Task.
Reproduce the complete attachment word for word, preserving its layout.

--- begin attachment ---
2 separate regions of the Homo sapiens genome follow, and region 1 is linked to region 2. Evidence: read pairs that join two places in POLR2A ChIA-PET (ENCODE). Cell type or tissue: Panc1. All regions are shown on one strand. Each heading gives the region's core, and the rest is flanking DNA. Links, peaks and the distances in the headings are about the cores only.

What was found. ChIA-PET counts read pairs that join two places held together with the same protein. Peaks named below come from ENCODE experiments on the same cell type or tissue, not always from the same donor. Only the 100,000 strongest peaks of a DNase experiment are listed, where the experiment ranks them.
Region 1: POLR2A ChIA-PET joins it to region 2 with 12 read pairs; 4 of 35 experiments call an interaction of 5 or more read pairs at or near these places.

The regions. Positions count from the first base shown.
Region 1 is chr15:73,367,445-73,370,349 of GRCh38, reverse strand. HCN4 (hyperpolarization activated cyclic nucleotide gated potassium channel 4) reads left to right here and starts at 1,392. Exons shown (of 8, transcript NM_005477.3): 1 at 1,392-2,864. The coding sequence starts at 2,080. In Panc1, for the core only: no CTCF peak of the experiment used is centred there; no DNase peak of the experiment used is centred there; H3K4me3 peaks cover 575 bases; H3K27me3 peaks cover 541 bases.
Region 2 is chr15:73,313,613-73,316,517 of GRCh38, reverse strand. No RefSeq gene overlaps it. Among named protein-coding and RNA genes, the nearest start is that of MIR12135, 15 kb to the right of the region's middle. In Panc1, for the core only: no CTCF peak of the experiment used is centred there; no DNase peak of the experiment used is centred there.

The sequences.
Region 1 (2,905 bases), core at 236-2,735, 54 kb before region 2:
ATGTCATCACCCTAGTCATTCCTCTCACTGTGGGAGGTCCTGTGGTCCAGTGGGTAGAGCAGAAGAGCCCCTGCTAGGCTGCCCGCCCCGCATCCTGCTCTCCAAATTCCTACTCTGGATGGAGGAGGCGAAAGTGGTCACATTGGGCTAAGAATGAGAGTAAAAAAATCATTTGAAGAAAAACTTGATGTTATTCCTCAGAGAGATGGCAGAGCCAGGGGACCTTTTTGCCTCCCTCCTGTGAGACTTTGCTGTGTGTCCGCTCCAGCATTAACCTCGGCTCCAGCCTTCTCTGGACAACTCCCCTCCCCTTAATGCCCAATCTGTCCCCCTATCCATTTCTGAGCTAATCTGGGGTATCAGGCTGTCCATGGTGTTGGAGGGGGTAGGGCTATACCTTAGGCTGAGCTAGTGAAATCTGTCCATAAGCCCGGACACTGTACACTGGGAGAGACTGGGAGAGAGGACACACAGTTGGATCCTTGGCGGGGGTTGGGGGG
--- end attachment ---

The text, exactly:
2 separate regions of the Homo sapiens genome follow, and region 1 is linked to region 2. Evidence: read pairs that join two places in POLR2A ChIA-PET (ENCODE). Cell type or tissue: Panc1. All regions are shown on one strand. Each heading gives the region's core, and the rest is flanking DNA. Links, peaks and the distances in the headings are about the cores only.

What was found. ChIA-PET counts read pairs that join two places held together with the same protein. Peaks named below come from ENCODE experiments on the same cell type or tissue, not always from the same donor. Only the 100,000 strongest peaks of a DNase experiment are listed, where the experiment ranks them.
Region 1: POLR2A ChIA-PET joins it to region 2 with 12 read pairs; 4 of 35 experiments call an interaction of 5 or more read pairs at or near these places.

The regions. Positions count from the first base shown.
Region 1 is chr15:73,367,445-73,370,349 of GRCh38, reverse strand. HCN4 (hyperpolarization activated cyclic nucleotide gated potassium channel 4) reads left to right here and starts at 1,392. Exons shown (of 8, transcript NM_005477.3): 1 at 1,392-2,864. The coding sequence starts at 2,080. In Panc1, for the core only: no CTCF peak of the experiment used is centred there; no DNase peak of the experiment used is centred there; H3K4me3 peaks cover 575 bases; H3K27me3 peaks cover 541 bases.
Region 2 is chr15:73,313,613-73,316,517 of GRCh38, reverse strand. No RefSeq gene overlaps it. Among named protein-coding and RNA genes, the nearest start is that of MIR12135, 15 kb to the right of the region's middle. In Panc1, for the core only: no CTCF peak of the experiment used is centred there; no DNase peak of the experiment used is centred there.

The sequences.
Region 1 (2,905 bases), core at 236-2,735, 54 kb before region 2:
ATGTCATCACCCTAGTCATTCCTCTCACTGTGGGAGGTCCTGTGGTCCAGTGGGTAGAGCAGAAGAGCCCCTGCTAGGCTGCCCGCCCCGCATCCTGCTCTCCAAATTCCTACTCTGGATGGAGGAGGCGAAAGTGGTCACATTGGGCTAAGAATGAGAGTAAAAAAATCATTTGAAGAAAAACTTGATGTTATTCCTCAGAGAGATGGCAGAGCCAGGGGACCTTTTTGCCTCCCTCCTGTGAGACTTTGCTGTGTGTCCGCTCCAGCATTAACCTCGGCTCCAGCCTTCTCTGGACAACTCCCCTCCCCTTAATGCCCAATCTGTCCCCCTATCCATTTCTGAGCTAATCTGGGGTATCAGGCTGTCCATGGTGTTGGAGGGGGTAGGGCTATACCTTAGGCTGAGCTAGTGAAATCTGTCCATAAGCCCGGACACTGTACACTGGGAGAGACTGGGAGAGAGGACACACAGTTGGATCCTTGGCGGGGGTTGGGGGG